BACKGROUND OF THE INVENTION

1. Field of the Invention

The present disclosure generally relates to electronic memories, and more particularly, the present invention relates to a flash memory device and to a memory system which includes flash memory.

A claim of priority is made under 35 U.S.C 119 to Korean Patent Application Number 10-2007-0024090 filed on Mar. 12, 2007, the entire contents of which are hereby incorporated by reference.

2. Description of the Related Art

Semiconductor memory devices can generally be divided into two main categories, namely, volatile memory devices and non-volatile memory devices. Volatile memory devices include devices such as, for example, Random Access Memory (RAM), Dynamic Random Access Memory, and other such devices. A salient feature of volatile memory devices is that they loose stored data in the event of a power loss. On the other hand, non-volatile memory devices such as, for example, flash memories retain their stored data even in the event of a power loss.

Because of their ability to store data even in the event of a power loss, flash memories are becoming increasingly popular in the electronics industry. Indeed, flash memories are used in various electronic devices such as, for example, digital cameras and portable music players. Furthermore, due to advances in semiconductor fabrication technology, the storage capacity of flash memories is being constantly increased. Thus, relatively large amounts of data can now be stored in a flash memory device. While the storage capacities of flash memories are being increased, the performance of flash memories may be limited by a number of factors. For example, certain operations need to be performed in a flash memory device that may limit the operating speed, i.e., the speed at which data may be written to and read from the flash memory device. These operations may include a copy-back program operation, a merge operation, and other such operations.

A copy-back program operation includes copying data from one page in the memory to another. A merge operation includes copying data from one memory block to another. Such operations may need ancillary operations such as, for example, generating a command, determining a source address/destination address, determining the data to be copied/merged, etc. In conventional memory devices, these and other such operations are performed by the firmware associated with the memory device. However, the time taken to perform these operations using firmware may be more than the time taken if these operations were to be performed in hardware. Furthermore, the time needed to perform these operations may limit the overall operating speed of the memory device. This problem may be exacerbated as the amount of data stored in the memory device increases. That is, an increase in storage capacity may be accompanied by an increase in the time for performing copy-back, merge, and other such operations using firmware.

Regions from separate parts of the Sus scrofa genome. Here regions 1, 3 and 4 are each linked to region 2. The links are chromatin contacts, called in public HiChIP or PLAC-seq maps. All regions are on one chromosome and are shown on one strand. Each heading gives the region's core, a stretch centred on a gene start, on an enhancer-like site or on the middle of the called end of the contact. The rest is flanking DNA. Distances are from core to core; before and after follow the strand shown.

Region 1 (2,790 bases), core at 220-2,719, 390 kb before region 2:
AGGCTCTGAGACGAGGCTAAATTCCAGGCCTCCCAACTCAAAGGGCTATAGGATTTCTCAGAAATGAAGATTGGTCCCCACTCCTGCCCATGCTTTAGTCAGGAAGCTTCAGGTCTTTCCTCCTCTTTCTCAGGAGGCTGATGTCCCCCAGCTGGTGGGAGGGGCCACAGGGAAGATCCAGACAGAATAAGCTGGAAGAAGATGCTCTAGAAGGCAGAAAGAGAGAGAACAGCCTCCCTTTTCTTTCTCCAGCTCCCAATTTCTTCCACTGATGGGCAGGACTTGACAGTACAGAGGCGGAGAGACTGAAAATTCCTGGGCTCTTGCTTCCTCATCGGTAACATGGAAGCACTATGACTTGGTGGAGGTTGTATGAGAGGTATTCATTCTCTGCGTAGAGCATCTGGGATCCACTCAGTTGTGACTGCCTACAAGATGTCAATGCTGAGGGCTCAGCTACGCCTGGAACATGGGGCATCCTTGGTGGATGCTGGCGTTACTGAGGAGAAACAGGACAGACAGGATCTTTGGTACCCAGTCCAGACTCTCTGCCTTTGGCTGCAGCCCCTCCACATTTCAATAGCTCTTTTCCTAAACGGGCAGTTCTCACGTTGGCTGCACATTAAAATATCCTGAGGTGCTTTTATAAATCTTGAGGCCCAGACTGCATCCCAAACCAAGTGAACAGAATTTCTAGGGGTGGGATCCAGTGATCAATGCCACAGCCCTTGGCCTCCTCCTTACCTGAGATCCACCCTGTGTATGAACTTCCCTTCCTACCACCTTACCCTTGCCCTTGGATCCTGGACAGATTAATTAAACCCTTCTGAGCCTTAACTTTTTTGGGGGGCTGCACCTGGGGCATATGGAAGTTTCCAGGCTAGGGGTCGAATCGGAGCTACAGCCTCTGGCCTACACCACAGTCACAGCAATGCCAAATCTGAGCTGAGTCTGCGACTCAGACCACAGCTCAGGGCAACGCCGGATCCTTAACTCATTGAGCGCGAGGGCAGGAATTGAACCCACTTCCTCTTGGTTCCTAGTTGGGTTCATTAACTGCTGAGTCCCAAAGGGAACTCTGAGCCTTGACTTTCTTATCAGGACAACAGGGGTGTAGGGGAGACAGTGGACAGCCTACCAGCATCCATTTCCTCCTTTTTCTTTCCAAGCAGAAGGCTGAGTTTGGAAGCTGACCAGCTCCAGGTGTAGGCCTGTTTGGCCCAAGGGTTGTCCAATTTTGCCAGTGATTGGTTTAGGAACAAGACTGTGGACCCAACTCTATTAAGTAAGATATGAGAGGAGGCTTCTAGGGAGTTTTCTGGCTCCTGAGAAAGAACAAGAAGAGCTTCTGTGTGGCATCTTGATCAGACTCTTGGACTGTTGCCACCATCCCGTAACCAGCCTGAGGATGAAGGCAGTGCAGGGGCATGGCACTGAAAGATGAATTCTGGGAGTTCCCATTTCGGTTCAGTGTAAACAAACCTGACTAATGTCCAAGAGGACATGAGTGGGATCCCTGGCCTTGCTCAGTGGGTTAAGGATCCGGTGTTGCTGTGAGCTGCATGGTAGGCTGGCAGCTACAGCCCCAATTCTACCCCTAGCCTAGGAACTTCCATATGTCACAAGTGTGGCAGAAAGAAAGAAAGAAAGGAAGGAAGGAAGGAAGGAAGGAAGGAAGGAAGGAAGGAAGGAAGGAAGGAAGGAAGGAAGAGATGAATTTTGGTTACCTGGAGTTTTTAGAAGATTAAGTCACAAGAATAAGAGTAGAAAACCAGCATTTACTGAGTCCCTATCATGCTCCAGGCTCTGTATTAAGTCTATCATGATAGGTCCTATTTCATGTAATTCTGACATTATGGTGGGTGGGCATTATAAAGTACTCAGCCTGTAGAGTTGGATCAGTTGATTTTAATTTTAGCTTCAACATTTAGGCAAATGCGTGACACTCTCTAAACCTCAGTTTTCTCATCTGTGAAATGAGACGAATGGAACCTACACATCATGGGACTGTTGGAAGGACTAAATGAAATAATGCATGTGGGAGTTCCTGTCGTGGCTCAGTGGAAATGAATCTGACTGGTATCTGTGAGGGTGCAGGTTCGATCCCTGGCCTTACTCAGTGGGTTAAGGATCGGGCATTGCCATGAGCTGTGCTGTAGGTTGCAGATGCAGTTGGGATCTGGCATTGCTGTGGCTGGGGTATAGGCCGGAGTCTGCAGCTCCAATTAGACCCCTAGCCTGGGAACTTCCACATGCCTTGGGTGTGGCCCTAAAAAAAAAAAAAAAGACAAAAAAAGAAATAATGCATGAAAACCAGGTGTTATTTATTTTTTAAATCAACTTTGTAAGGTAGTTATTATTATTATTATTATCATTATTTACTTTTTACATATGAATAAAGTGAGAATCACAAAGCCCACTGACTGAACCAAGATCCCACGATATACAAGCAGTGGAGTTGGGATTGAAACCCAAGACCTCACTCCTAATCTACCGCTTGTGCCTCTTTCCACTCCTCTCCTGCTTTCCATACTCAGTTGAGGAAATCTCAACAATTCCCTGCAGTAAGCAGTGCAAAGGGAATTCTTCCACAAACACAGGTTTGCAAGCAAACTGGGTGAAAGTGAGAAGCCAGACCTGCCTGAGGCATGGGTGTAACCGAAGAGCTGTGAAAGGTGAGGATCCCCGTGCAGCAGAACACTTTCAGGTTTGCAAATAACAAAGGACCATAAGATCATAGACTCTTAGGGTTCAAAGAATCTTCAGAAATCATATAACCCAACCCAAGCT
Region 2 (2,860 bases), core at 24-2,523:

There is therefore a need to perform internal operations of a flash memory device using hardware. The present disclosure is directed towards overcoming one or more limitations associated with the conventional flash memory devices.

SUMMARY OF THE INVENTION

One aspect of the present disclosure includes a memory system. The memory system comprises a flash memory, a processing unit, and a flash controller including address and control registers, the address and control registers being configured to receive information from the processing unit, wherein the flash controller is configured to control a copy-back program operation of the flash memory in hardware based on information stored in the address and control registers.

Another aspect of the present disclosure includes a flash memory device. The flash memory device includes a memory cell array including a plurality of pages, a read/program circuit configured to perform read and program operations with respect to the memory cell array, a repeat register configured to store repeat data, and control logic which controls the read/program circuit so as to repeat a copy-back program operation according to the repeat data stored in the repeat register.

BRIEF DESCRIPTION OF THE DRAWINGS

FIG. 1 is a block diagram showing a flash memory-based memory system according to an exemplary disclosed embodiment.

FIGS. 2A and 2B are diagrams showing an address register illustrated in FIG. 1 according to an exemplary disclosed embodiment.

FIG. 3 is a diagram showing a control register illustrated in FIG. 1 according to an exemplary disclosed embodiment.

FIG. 4 is a timing diagram for describing a copy-back program operation of a memory system according to an exemplary disclosed embodiment.

FIG. 5 is a diagram showing data flow during a copy-back program operation of a memory system according to an exemplary disclosed embodiment,

FIG. 6 is a timing diagram for describing a copy-back program operation of a memory system according to an exemplary disclosed embodiment.

FIG. 7 is a diagram showing data flow during a copy-back program operation of a memory system according to an exemplary disclosed embodiment.

FIG. 8 is a diagram for describing an error detecting and correcting operation carried out during a copy-back program operation according to an exemplary disclosed embodiment.

FIG. 9 is a diagram for describing a 2-plane copy-back program operation of a memory system according to an exemplary disclosed embodiment.

FIG. 10 is a diagram for describing a 2-plane copy-back program operation of a memory system according to an alternative exemplary disclosed embodiment.

FIG. 11 is a block diagram showing a flash memory according to an alternative exemplary disclosed embodiment.

FIGS. 12A, 12B, 12C and 13A, 13B, and 13C are diagrams for describing methods for providing repeat command and data to a flash memory illustrated in FIG. 11 according to an exemplary disclosed embodiment.